PROPERTIES OF MATERIALS BASED ON SILICON CARBIDE
I. L. Shkarupa,
L. A. Plyasunkova,
M. I. Shkarupa,
and D. A. Klimov
Translated from Novye Ogneupory, No. 6, pp. 26 – 28, June, 2009.
Original article submitted December 11, 2008.
Research has been done on the microstructure, lattice parameters, and tribological characteristics of materials
based on silicon carbide. It has been found that the most promising material from the viewpoint of tribology is
silicon carbide made with phenol binding agent.
Keywords: silicon carbide, microstructure studies, tribological studies, test methods.
Recently, ceramics have been widely recognized as a
new class of advanced materials with a high level and unique
combination of physicomechanical characteristics, which
differ favorably from metals and alloys . The strong ce-
ramic based on silicon carbide is a promising tribological
material, since it has good mechanical and thermophysical
properties, as well as stable hardness and strength over a
wide temperature range [2, pp. 108 – 128]. Materials based
on SiC are used in the aerospace, defense, metallurgical, and
general engineering industries, as well as in chemical engi-
neering and medical technology . At the Technology
ONPP, research has been done on the general and
physicomechanical properties of components made from re-
action-bonded silicon carbide after tribological tests .
To perform the tests whose results are given here, blanks
were prepared by semidry pressing with initial density
. After pressing the blanks were annealed in a
cover of wood charcoal, which reduced the carbon loss, and
correspondingly produced reactive sintering with a lower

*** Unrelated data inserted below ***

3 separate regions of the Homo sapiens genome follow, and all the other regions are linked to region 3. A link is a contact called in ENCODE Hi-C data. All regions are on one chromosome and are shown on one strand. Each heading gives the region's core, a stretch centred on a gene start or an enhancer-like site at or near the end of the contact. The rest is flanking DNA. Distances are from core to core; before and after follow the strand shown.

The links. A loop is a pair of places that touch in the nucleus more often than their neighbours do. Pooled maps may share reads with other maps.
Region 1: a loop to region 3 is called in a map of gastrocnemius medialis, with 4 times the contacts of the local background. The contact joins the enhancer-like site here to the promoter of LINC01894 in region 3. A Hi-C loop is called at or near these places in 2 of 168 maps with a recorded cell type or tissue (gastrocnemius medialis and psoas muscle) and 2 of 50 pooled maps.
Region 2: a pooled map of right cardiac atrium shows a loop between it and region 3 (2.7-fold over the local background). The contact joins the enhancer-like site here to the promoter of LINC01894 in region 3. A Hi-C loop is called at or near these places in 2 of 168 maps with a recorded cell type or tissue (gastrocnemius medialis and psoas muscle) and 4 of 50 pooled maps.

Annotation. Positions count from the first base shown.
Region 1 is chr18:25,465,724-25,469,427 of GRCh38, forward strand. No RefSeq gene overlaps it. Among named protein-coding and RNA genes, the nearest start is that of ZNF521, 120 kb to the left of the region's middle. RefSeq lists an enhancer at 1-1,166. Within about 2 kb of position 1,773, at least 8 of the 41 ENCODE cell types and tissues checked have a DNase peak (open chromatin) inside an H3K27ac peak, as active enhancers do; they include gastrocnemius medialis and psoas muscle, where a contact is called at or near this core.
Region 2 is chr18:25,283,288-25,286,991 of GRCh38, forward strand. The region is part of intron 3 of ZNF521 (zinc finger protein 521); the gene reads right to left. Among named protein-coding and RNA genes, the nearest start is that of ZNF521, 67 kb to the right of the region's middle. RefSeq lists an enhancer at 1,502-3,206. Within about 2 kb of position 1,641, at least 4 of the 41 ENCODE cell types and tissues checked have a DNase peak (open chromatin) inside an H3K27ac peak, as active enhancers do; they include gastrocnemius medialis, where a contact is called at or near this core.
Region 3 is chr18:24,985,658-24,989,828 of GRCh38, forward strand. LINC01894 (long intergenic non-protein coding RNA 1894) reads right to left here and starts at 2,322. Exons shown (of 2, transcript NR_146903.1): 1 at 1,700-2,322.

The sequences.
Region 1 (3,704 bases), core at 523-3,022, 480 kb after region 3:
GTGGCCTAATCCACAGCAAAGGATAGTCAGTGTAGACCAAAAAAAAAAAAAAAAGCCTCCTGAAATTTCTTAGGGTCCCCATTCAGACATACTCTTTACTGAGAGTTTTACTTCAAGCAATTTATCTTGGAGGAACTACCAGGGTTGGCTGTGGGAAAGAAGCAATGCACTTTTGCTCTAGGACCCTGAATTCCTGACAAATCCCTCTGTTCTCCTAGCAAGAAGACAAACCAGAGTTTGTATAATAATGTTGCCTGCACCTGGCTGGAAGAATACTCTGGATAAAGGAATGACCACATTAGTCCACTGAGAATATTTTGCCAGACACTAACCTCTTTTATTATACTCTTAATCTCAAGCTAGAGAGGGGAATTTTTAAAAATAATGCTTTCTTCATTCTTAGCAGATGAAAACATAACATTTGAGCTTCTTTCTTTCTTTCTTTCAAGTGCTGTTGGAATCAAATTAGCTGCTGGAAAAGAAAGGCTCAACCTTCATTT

free silicon content. The maximum preliminary firing tem
perature was 900EC with a rate of increase of 250EC/h, hold
time at maximum temperature 3 h.
A pyramid of blanks was laid out on a support of silicon
carbide covered by carbon fibers for siliciding. At the top of
the pyramid there was a crucible containing silicon carbide
with a silicon content constituting 0.7 of the blank mass. The
maximum siliciding temperature was 1615°C with a rate of
increase of 400°C/h and a hold at the maximum temperature
of 1.5 h. Five specimens (Nos.1–5)were used in examining
the general and physicomechanical properties.
Specimen No. 1 had a basic charge composition: a mix
ture of SiC powder, carbon black, and starch binder, with the
specimen covered by a diamond-type layer. The other speci-
mens differed from No. 1 as follows: in No. 2, the charge
was doped with boron compounds; specimen No. 3 was
made with a phenol binding agent; No. 4 additionally con-
tained nanodiamonds in the charge; and No. 5 additionally
had nanopowder of finely divided technical carbon in the
The apparent density and open porosity were determined
by water uptake: the mass of a dry specimen was determined
by weighing in air, while the pore volume was determined by
weighing a specimen saturated with water; and the specimen
volume was determined by hydrostatic weighing. The
Vickers microhardness was determined with a PMT-3M in
strument. The method was based on indentation with a dia
mond tip in the form of a regular four-faced pyramid under a
load applied for a certain time, with measurement of the di
agonals on the indent remaining after relieving the load. Ta
ble 1 gives the physicomechanical properties of the speci
In the tribological tests, the specimens were cemented
into metal cylinders, of which one was immobile and the
other rotated. These holders were placed vertically in a
sealed jacket containing 75W140 synthetic oil, and the jacket
was cooled with water. The components were put into rota
tion, after which the vertical loading began. Instruments in
the motor supply circuit measured the actual energy con
sumption of the motor in relation to load. The area of the
components was 3880 mm
, rotation speed 200 rpm, compo
nent surface with roughness not more than Ra 0.05 on both
With specimen No. 1, a pair of items was tested with a
load from 1 to 6 ton, and the power drawn by the motor was
Refractories and Industrial Ceramics Vol. 50, No. 3, 2009
1083-4877/09/5003-0224 © 2009 Springer Science+Business Media, Inc.
Technology Research Institute, Obninsk, Kaluga Region, Russia.
Diarin-AB Scientific Center Limited, Moscow, Russia.